welcome my friend Gail MacMillan to Believe! Her newest book will be released
today, and we’re celebrating the big event by asking her some personal and
not-too personal questions about her life as an author. I’ve had the privilege
of Beta Reading her book and will tell you that I enjoyed it thoroughly. For
one thing, it’s humorous—which I like. Also, her characters are wonderful, especially
Emma the heroine. But then the hero, Frasier, is pretty darn keep-able also. There’s enough conflict to keep one interested, and a romance to make it perfect. In fact, it just keeps getting better until at the end….well, you don’t want
it to end!
tell us about your new release?
me. That’s the day my romantic comedy
“Holding Off For A Hero” was borne into both print and e-book. Since the pivotal scene takes place on
Halloween, the pub date couldn’t have been better. With the ghost of a murdered lumberman, an ax
protruding from his chest, haunting their wilderness retreat and a pair of
thugs ready to murder them, hero and heroine are in for a harrowing October 31st.
writing this story, I truly hated to see it end at 65,000 words. I had many more adventures to relate about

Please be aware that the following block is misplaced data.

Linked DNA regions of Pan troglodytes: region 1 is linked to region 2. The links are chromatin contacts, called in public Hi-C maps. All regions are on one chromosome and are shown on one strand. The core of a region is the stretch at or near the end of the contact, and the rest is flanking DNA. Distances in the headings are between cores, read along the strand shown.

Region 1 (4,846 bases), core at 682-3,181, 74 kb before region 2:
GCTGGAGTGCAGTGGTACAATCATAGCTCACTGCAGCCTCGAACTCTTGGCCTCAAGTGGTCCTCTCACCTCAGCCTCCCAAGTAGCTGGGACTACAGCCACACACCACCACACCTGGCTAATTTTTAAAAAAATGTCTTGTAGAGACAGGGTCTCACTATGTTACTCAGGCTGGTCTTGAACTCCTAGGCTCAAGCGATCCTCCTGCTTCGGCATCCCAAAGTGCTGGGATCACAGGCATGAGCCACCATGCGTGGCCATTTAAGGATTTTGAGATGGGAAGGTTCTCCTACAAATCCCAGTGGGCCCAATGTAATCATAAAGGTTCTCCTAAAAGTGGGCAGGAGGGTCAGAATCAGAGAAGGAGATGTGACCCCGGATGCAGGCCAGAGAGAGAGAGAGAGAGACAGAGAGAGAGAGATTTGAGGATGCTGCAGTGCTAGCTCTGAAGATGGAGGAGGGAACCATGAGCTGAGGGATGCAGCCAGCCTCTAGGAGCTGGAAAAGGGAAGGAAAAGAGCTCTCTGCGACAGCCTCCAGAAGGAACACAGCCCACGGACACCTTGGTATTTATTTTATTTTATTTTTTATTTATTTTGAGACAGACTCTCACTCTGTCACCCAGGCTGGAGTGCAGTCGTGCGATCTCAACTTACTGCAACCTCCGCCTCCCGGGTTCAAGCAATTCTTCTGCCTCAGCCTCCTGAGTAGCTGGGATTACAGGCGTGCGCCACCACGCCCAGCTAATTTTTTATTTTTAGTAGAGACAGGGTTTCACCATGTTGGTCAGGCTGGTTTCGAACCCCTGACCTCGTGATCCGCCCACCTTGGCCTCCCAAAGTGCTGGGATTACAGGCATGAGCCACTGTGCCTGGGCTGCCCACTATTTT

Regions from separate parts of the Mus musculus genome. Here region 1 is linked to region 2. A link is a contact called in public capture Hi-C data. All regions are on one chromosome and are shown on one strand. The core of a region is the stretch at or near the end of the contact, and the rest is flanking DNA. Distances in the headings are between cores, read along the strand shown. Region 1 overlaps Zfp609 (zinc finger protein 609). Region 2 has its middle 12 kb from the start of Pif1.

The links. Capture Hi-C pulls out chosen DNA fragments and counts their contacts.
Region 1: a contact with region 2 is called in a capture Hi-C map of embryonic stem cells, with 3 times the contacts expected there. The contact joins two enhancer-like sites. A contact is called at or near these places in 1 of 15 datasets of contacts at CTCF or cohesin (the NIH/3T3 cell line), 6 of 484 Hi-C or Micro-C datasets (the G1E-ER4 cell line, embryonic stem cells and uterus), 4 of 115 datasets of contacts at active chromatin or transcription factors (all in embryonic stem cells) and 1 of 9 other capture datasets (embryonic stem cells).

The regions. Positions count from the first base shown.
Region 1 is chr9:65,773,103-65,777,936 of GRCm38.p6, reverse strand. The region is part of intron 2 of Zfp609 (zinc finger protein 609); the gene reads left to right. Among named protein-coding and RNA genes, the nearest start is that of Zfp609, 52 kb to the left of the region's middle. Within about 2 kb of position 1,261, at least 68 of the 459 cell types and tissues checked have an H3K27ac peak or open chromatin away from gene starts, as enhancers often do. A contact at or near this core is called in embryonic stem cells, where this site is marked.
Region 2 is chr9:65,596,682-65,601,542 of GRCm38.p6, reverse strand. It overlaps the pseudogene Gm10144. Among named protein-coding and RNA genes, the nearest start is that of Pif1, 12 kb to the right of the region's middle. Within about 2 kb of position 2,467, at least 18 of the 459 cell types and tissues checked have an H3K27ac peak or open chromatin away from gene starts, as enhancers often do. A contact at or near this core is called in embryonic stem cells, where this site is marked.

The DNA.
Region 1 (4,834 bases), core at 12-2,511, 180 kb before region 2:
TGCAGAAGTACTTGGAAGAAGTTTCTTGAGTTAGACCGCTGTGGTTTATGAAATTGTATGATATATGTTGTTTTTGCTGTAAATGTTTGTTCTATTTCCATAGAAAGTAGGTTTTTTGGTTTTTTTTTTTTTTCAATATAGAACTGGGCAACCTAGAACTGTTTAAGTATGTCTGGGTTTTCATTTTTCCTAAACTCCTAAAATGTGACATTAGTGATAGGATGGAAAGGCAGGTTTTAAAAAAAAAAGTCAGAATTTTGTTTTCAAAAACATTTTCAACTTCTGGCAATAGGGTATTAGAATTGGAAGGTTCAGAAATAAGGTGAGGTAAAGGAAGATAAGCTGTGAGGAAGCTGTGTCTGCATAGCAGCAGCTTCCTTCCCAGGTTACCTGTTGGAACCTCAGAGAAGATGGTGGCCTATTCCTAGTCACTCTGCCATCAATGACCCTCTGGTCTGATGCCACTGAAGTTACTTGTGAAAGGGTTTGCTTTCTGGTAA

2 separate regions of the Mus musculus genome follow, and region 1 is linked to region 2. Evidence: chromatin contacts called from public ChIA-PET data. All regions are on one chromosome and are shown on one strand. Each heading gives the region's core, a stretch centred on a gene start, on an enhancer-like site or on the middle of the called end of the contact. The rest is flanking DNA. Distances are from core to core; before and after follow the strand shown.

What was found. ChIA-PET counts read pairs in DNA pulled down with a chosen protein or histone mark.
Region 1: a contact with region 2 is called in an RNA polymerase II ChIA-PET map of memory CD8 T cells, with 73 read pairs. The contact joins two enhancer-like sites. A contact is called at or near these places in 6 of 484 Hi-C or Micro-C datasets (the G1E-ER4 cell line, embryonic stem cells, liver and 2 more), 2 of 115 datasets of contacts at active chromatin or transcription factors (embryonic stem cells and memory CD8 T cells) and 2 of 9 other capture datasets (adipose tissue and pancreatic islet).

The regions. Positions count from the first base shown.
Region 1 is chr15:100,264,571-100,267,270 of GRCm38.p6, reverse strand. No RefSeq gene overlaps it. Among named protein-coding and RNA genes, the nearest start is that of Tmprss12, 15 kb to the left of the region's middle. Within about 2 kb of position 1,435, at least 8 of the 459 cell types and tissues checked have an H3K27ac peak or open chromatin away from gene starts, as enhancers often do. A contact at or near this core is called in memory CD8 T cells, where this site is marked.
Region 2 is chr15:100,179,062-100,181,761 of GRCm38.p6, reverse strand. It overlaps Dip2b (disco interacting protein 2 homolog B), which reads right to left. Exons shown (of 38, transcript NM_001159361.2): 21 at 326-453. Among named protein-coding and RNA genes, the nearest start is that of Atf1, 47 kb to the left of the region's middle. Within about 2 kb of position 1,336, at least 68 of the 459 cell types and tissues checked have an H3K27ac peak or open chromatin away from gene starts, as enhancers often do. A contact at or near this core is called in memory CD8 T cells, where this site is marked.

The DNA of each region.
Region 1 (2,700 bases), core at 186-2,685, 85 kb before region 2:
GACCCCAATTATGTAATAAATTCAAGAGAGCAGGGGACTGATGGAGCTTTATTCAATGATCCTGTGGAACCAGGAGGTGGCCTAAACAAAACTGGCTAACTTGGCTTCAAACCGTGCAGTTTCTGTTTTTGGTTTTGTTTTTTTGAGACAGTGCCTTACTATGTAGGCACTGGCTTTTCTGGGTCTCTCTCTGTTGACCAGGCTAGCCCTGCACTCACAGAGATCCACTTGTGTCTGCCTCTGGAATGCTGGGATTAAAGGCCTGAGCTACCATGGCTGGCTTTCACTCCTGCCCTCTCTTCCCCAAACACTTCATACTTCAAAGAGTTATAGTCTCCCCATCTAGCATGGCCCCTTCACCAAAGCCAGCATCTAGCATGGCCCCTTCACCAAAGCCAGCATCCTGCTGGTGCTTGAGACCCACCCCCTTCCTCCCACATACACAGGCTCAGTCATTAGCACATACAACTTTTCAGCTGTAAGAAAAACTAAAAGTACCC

heroine Emma and her hero Frasier. As a
result, I’m currently working on a sequel featuring Emma’s twin sister Etta
(short for Henrietta).
delight is because several of the characters are based on real people. Emma carries within her fictional DNA the
genes of a remarkable woman I’ve known for years and who embodies the spirit of
generosity, trust and adventure coated in a wonderful sense of humor.
let’s-just-get-the-job-done kind of guy who finds Emma with her infectious joie
de vivre one huge crimp in his carefully laid out plans. Emma loves a good time, which infringes no
end on Frasier’s work ethic. When he
discovers he’s actually enjoying her antics that could spell an end to not only
his current project, but also his career, he decides that the choice of fire or
frying pan would be child’s play by comparison.
cover guy, my Pug Bruiser. Bruiser has
appeared in magazine articles for the past six years, but this is his first
foray into the highly competitive world of cover model. He’s definitely got one of those faces that,
while it may not launch a thousand ships, he definitely catches attention with
his good-natured grin or sagging-lip sadness.
Like Emma, he, too, possesses a love of adventure and proves to be her